Is hype helpful in craft beer?
11 April 2016, By Jonny Garret
There is something about niche interests like beer, particularly on the internet, that turns people almost primal. The only thing we love to do more than build something up is tear it back down again.
From a brewer’s perspective, this makes hype a fickle friend. The famous “lupulin threshold shift” – which renders once very hoppy, much-loved beers comparatively bland – can ruin the reputation of any IPA. A similar theory could be applied to any style of beer, from bitters to imperial stouts.
You don’t have to go far back in your mind to remember when Punk IPA was the best West Coast-style beer in the country. But now its mention is banned from some online beer forums for (apparently) not being craft enough But I doubt Brewdog lose any sleep over that. Perhaps they might about the recipe becoming outdated, but it still sells better than any other true craft beer on the market and will continue to do so without any hype whatsoever.
In fact hype can have a dark side. It can make beers exceptionally hard to get hold of, encourage upping of prices or resales in the grey market. It can frustrate fans of breweries and bars when they can't get a drink at the bar or find a particular beer they love. For want of a better phrase, these are very much "craft problems", and ones that can't really be stopped once the hype machine starts rolling.
But then you look at what it can do for a brewery. Cloudwater had a lot of noise when it first opened, and received some modest critical acclaim last year. But they really arrived when their first double IPA was released, and everyone fell in love with it. I saw several respected beer writers lose their proverbial shit about it. When I finally tried it, despite it being 4 months old, I did the same. That incredible tropical fruit aroma, the bittersweet full-bodied taste and surprisingly clean, smooth finish are still easy to recall today.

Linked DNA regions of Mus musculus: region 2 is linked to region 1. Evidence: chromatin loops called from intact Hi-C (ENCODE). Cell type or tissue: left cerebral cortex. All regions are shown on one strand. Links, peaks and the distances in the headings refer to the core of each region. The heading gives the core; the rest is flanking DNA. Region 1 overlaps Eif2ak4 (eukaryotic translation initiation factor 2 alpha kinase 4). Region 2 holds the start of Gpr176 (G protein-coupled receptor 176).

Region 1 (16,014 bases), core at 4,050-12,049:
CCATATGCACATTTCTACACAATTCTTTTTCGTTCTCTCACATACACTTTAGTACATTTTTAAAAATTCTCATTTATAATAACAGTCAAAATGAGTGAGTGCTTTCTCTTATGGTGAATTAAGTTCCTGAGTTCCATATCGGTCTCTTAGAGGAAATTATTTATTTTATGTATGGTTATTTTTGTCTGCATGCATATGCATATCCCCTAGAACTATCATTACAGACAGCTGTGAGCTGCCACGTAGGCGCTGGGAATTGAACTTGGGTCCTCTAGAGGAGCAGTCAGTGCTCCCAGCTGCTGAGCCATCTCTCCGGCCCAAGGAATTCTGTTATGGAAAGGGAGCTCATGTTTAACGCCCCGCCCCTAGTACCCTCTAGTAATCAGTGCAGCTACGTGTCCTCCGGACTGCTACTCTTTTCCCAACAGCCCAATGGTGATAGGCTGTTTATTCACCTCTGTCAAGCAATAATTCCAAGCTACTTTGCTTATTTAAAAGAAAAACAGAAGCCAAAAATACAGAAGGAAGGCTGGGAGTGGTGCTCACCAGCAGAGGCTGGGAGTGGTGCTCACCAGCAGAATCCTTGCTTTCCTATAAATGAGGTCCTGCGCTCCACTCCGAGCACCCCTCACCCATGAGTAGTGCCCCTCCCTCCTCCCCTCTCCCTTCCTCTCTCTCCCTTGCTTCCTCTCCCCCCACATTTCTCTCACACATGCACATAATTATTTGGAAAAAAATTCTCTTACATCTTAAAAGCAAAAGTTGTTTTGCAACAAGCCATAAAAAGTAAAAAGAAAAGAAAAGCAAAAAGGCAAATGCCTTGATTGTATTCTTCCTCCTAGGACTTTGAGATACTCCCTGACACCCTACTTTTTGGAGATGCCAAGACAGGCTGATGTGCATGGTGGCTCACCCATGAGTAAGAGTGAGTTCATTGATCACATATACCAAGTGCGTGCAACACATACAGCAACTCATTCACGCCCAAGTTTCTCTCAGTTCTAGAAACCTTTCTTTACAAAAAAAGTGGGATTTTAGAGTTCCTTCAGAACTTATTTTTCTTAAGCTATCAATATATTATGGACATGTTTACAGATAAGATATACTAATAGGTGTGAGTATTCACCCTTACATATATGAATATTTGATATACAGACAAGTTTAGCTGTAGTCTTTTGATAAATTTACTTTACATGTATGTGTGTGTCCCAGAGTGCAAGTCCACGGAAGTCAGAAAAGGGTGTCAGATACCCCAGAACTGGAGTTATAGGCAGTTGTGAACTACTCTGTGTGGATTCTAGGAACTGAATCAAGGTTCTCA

And why? Because that hype made me take my time and make the most of that first impression. How many times have you said “If I only I could do/see/taste that for the first time again”, to feel that rush of revelation.
Hype concentrates us, but also creates a buzz around beer itself. Usually we use the term “a rising tide floats all boats” to justify the sale of breweries, but it’s better applied to how hype gets people even outside of beer to talk about what’s going on and what’s being made. When Cloudwater DIPA v3 came out, I got a deluge of messages from well meaning but not particularly clued-up friends asking “Have you tried this?”. While explaining repeatedly that I had tried it (and already made a film about it) was rather tiring, it was fantastic to see that the excitement had spilled out of the tight, rather guarded craft beer circle.
Of course, it’s much easier to justify hype if the beer itself can. So here are five beers that are super hyped but lived up to it all. Bless them, for all they have done for our palates and beers in general.
After Siren head brewer Ryan departed for the world-famous Hill Farmstead Brewery, hopes faded for another release of the incredible Limoncello IPA. The sour, hugely lemony IPA was an absolute delight (and even better after resting in a bourbon barrel for a few months). Thankfully Siren came back with a slight variation, and this grapefruit IPA is off the charts good – tart, bitter, pithy, juicy, slightly sweet but completely clean. A stunner.
High Wire has been one of the UK’s best American pale ales for a long time and everyone had high hopes for the cans. After years of being unable to drink Magic Rock beers anywhere except in a pub, this was a revelation. Every citrus hop note, every subtly sweet bit of malt and every bubble was perfectly preserved and leaping from the can. One of the world’s great session beers.
In the 12 months between each annual release you forget just how good this beer is. Then you crack that bottle, the apricot aroma hits your nose, and it all comes flooding back. Simply one of the greatest aromas in beer history, Fo’ Foune is one of the few beers that outdoes the hype and then some. Watch out for the next release in November time.
Each time the pressure builds on these Mancunian beery wizards, and every time they come up with magic. Version three of their sensational double IPA takes all the tropical juice of the first one and amplifies it with Vermont yeast, which adds apricots and orange pith to the heady, chaotic aroma and flavour. A pure juice bomb that won’t be beaten for a long time.
It’s actually the little brother of this beer that gets all the hype. De Struise Black Albert is a decadent, dark, coffee and chocolate fuelled stout with hints of candy and dark berries. Cuvee Delphine is the barrel aged version that has spent a few months in Four Roses Bourbon barrels, soaking up vanilla, oak and sherry-like flavours that make this one of the most complex and exciting beers in the world.